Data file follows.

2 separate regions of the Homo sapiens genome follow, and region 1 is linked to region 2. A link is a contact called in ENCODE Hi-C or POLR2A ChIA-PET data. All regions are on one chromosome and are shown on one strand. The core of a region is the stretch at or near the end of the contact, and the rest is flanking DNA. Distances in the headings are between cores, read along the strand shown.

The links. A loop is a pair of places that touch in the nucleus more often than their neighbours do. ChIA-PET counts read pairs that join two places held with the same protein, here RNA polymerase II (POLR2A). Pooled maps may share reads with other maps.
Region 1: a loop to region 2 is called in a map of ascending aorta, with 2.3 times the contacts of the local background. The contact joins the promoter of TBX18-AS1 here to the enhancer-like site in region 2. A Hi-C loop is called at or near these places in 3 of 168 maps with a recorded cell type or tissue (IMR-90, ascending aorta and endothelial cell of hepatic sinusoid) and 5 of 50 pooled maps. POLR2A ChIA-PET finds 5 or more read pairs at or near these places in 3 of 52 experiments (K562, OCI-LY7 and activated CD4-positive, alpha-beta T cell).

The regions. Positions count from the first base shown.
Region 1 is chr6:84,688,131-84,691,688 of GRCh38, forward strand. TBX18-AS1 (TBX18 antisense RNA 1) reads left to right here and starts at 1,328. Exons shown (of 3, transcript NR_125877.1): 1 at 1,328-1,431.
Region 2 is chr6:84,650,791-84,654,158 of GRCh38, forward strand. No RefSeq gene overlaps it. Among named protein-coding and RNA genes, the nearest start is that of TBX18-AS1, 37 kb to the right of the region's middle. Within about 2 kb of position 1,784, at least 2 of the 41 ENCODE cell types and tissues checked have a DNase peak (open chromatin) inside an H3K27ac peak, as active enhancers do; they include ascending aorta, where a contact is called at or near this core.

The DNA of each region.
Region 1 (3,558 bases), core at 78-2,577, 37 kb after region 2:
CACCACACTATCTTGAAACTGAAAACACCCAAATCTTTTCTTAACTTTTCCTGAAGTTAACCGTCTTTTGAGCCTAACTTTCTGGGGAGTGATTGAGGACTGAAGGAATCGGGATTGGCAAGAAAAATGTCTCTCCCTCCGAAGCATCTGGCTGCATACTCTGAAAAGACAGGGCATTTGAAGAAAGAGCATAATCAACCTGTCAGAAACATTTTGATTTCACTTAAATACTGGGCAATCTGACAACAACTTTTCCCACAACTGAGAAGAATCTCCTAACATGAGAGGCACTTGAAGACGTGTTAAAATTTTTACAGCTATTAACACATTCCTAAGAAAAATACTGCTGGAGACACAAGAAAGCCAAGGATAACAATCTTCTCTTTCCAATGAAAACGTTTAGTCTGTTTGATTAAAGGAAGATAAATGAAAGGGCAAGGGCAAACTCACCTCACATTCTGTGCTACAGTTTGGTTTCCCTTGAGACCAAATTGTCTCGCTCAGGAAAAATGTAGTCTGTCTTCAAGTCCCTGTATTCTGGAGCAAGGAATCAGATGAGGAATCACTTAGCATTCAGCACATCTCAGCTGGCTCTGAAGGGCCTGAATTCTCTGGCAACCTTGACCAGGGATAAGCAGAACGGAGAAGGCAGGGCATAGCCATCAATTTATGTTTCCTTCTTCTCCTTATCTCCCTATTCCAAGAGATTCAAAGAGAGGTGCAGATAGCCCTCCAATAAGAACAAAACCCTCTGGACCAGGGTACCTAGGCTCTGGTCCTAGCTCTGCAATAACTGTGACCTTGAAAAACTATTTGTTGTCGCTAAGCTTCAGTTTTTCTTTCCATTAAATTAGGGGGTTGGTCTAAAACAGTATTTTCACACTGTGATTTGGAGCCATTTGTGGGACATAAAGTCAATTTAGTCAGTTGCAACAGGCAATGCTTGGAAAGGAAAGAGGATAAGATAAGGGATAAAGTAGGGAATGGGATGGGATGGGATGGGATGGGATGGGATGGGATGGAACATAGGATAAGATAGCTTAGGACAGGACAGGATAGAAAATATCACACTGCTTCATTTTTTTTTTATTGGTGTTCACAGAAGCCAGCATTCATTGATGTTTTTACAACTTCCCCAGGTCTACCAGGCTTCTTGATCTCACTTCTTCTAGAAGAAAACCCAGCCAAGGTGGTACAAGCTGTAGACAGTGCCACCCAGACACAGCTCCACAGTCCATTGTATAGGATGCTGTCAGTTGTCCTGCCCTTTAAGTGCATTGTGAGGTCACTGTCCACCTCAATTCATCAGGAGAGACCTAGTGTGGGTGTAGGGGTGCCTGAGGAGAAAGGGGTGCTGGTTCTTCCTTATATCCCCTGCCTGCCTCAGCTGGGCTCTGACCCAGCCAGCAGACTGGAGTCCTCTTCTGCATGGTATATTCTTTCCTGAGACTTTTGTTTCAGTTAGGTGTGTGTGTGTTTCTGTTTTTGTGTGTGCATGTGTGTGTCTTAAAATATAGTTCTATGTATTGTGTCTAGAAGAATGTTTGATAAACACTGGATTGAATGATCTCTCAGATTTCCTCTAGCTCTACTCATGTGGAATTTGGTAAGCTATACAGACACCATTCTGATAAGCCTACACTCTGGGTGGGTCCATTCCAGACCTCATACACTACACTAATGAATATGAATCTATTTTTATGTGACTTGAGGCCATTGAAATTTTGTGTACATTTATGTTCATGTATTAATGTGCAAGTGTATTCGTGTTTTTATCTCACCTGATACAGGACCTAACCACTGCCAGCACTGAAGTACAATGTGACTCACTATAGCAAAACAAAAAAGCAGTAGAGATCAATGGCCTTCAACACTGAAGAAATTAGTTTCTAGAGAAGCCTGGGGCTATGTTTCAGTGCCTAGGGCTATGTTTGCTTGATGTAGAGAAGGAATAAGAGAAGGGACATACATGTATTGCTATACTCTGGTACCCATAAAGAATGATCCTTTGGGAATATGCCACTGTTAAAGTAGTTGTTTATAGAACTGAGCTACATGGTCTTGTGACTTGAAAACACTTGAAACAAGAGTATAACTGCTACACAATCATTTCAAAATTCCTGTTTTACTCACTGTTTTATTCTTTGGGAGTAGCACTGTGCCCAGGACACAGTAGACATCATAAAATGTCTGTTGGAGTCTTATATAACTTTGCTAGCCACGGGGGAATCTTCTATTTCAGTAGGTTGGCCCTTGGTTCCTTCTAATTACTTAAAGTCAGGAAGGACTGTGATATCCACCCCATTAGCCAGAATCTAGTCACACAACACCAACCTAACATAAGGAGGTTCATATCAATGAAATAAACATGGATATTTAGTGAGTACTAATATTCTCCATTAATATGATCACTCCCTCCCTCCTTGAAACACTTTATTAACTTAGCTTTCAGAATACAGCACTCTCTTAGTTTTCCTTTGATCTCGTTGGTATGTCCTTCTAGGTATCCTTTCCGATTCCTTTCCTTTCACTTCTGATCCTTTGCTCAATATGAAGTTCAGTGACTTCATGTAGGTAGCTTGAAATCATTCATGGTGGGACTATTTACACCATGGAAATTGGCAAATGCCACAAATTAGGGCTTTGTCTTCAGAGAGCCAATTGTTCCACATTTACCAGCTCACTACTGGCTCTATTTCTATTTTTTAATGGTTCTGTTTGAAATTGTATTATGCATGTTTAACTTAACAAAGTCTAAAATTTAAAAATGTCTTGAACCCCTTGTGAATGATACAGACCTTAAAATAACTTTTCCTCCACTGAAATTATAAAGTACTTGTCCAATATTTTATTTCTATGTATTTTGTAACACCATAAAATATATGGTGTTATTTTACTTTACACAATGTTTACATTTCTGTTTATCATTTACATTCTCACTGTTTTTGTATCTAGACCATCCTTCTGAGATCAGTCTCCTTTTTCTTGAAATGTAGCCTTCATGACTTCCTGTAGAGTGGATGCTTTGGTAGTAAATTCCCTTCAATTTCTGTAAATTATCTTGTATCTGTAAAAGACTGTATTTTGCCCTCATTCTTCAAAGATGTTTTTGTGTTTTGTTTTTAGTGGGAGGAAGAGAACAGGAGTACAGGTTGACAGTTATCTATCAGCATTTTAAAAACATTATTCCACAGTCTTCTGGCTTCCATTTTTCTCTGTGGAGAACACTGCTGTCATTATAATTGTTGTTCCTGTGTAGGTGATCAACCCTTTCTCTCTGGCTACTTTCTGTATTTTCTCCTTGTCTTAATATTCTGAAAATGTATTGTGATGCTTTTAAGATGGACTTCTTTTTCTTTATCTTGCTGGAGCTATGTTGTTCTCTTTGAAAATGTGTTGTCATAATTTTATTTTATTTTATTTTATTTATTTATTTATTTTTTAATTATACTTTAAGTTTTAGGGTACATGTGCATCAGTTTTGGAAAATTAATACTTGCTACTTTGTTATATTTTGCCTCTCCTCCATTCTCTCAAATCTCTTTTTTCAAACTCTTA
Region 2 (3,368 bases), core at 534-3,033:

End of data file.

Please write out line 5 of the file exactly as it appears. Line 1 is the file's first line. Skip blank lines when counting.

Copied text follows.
Region 1 is chr6:84,688,131-84,691,688 of GRCh38, forward strand. TBX18-AS1 (TBX18 antisense RNA 1) reads left to right here and starts at 1,328. Exons shown (of 3, transcript NR_125877.1): 1 at 1,328-1,431.